How to design a modern kitchen – tips and tricks from the experts

Everything you need to to know about designing a modern kitchen from scratch

How to design a modern kitchen
Kitchen by Holloways
(Image credit: Holloways)

A new contemporary kitchen will balance what looks good with what works well so it pays to do your research on both. That's where our guide on how to design a modern kitchen comes in. 

Read up online – you can use our gorgeous kitchen ideas gallery for inspiration – and browse Pinterest, Instagram and your favorite interiors' sites, then start a moodboard. If you’re planning with a partner, a handful images are worth a thousand words and will prevent misunderstandings around sketchy terms like industrial or modern country.

A good kitchen designer can advise on layout, storage and appliances, but be prepared to think through every little detail early in the process. The positions of services such as water supply, drainage, ventilation, lighting and power sockets all need to be decided before the kitchen is installed. 

Never underestimate how many power points you will need in a modern kitchen – everyone wants to be on charge and connected these days so add USB ports too.

Where do I start when designing a modern kitchen?


(Image credit: Wren)

A new kitchen is always an investment so be clear about your budget. Window shop and see what good ideas pop up in the high end showrooms, but doing the maths will guide you to a shortlist of potential companies within your range.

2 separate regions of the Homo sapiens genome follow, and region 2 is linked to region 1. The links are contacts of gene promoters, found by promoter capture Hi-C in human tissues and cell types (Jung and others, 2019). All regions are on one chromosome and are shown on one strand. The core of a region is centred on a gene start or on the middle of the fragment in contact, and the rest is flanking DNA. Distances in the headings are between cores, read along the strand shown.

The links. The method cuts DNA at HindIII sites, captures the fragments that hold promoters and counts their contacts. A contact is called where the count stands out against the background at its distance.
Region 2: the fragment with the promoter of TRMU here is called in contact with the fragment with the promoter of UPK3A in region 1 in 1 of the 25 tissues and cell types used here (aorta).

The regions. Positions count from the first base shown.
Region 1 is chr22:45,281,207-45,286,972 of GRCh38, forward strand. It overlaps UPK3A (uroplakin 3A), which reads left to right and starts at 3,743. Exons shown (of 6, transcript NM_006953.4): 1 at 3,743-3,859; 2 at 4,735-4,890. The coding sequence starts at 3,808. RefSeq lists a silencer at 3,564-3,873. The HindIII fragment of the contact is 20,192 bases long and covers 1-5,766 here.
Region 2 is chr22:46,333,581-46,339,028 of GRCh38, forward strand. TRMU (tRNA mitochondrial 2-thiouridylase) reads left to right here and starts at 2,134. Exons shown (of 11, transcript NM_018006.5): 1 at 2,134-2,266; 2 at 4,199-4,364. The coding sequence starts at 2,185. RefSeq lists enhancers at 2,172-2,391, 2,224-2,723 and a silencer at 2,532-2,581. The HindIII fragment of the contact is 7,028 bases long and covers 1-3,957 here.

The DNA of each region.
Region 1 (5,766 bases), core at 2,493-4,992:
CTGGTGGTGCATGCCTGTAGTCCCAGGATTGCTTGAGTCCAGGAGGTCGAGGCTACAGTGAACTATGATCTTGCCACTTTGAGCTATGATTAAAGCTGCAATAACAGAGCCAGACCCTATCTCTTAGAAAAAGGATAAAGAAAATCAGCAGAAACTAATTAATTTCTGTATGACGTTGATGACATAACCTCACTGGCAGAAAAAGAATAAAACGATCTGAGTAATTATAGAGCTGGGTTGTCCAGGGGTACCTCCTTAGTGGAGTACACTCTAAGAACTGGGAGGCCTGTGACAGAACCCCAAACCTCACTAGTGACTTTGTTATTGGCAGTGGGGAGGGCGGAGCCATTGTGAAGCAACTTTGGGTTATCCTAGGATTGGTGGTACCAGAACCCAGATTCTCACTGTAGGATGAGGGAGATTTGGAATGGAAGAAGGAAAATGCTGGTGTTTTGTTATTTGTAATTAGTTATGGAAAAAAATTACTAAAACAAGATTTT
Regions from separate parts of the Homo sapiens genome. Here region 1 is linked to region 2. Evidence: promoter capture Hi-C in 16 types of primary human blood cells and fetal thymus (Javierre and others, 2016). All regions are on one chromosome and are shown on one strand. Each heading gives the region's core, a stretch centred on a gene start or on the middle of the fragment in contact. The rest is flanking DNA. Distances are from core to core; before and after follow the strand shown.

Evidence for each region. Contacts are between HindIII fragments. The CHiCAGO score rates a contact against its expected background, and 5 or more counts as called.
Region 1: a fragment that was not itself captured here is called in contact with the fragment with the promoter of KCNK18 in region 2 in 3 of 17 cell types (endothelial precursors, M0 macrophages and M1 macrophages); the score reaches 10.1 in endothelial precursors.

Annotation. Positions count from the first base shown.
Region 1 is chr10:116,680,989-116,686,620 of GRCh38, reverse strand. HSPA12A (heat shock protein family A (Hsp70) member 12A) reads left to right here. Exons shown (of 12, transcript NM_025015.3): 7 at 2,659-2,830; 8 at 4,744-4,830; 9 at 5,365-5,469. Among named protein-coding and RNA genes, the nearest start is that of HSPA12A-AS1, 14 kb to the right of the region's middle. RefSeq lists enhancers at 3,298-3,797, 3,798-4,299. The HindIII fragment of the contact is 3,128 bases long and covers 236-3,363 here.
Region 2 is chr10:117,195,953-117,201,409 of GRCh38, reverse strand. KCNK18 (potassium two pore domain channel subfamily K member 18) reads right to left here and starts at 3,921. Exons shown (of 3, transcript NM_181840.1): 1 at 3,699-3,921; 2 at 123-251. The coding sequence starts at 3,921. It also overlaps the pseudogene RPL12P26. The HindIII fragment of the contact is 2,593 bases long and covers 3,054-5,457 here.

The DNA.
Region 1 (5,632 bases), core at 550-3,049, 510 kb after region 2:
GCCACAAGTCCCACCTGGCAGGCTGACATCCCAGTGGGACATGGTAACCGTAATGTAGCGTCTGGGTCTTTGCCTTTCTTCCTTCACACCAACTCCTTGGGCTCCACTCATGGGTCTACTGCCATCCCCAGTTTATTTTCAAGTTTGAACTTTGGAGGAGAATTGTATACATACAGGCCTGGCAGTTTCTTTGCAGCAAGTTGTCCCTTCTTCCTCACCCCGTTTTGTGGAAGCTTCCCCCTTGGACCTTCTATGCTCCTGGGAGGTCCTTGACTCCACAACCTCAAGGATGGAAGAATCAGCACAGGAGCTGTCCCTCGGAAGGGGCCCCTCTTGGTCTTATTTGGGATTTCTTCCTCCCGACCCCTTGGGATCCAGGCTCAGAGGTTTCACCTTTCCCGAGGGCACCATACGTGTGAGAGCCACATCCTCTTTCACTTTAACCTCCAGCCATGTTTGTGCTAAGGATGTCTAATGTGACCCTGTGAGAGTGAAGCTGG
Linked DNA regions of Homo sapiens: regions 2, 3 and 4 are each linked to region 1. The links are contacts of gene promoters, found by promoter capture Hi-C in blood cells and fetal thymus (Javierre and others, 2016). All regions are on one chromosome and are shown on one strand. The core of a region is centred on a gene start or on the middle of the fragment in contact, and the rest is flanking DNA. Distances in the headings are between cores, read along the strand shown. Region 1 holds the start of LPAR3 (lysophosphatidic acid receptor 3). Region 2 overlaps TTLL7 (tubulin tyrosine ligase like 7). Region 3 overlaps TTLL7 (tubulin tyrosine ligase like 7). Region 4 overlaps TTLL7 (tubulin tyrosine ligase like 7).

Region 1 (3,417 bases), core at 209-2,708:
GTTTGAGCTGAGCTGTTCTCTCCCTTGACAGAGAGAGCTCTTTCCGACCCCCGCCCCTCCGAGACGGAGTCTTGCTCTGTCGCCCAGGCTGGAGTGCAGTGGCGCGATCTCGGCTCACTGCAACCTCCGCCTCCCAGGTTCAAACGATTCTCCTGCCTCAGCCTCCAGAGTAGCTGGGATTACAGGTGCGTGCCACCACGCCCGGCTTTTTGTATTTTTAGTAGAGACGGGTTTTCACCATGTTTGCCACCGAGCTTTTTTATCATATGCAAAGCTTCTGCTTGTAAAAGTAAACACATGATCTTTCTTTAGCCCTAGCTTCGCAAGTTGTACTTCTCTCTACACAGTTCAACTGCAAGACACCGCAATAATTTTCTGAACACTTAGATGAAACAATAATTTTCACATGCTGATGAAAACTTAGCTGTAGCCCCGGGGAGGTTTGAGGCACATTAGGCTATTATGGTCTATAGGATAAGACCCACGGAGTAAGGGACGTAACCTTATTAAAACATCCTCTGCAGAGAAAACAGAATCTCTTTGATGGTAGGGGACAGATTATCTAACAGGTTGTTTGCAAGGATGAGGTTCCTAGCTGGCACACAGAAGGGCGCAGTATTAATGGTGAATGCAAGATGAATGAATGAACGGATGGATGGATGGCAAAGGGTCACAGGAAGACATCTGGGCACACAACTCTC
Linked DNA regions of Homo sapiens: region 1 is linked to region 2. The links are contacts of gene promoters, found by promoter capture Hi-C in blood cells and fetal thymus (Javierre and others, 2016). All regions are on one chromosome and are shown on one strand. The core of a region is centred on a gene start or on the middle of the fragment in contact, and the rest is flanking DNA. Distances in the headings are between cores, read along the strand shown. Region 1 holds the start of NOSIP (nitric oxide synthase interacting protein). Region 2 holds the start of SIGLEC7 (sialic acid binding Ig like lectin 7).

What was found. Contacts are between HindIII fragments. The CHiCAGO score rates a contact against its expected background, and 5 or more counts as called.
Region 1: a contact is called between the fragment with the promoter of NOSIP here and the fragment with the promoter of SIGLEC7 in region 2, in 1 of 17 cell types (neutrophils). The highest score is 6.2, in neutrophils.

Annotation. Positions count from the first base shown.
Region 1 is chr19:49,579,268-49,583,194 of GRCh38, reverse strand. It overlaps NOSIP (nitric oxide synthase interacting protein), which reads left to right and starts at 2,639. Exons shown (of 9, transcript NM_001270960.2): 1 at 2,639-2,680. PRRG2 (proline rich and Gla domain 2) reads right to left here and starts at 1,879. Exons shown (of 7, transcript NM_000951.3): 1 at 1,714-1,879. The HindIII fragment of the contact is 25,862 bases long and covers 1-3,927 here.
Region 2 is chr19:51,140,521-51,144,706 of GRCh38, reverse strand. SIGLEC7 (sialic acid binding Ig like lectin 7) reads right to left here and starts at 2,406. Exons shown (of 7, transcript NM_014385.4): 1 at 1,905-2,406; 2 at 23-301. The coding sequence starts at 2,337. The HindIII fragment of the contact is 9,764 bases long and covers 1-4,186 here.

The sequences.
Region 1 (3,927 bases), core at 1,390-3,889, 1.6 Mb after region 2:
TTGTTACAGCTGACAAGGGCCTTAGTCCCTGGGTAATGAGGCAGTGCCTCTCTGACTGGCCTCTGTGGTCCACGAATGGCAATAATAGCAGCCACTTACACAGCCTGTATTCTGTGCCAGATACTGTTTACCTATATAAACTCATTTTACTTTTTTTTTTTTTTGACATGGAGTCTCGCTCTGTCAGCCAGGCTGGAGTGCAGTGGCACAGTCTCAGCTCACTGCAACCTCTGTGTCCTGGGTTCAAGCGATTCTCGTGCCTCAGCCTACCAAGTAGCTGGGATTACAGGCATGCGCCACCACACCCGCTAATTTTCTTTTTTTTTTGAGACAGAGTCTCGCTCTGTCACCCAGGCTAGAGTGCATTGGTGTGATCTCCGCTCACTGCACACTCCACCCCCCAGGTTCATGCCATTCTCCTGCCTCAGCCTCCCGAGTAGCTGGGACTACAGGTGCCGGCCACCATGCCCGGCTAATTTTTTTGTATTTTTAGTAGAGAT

Visit as many showrooms as you need to. Open doors, check the quality and talk to showroom staff about their design and installation processes. When you like what you see, book an appointment with a planner or designer. You may see just the one or perhaps several. And don’t be put off if you like the furniture but aren’t clicking with the person – ask to see someone else on the team.


(Image credit: Scavolini)

Building a kitchen extension? You really do need to be layout-ready stage before services go in, and having a kitchen designer onboard early on allows for small tweaks in the build that might deliver big wins. 

How do I design a modern kitchen layout?


(Image credit: DesignSpace London)

A good place to start is to list the things that do and don’t work about your current kitchen; your designer also will want to understand how you live, what you cook, what you store, who does the cooking and how you shop, in order to plan storage and appliances.

‘In a smaller or more awkward space, it is important to ensure storage is planned carefully and maximised to its full potential, says Andrew Story, Head of Product Development at Roux Kitchens

‘Full-length cupboards, deep drawer organization and pull out storage are a much more viable option than traditional shelving, while bi-fold units make workflow in the kitchen smoother as they can be left open during food prep and cooking.’ 

There are tried and tested layouts that work with spaces of all shapes and sizes and a good designer will have worked with them all.

Galley layouts for modern kitchens


(Image credit: Jack Trench)

Long narrow rooms suit the classic galley layout – one or two long stretches of units. This is one of the most ergonomic designs and it is popular in modern open plan set ups, using an island as the second run.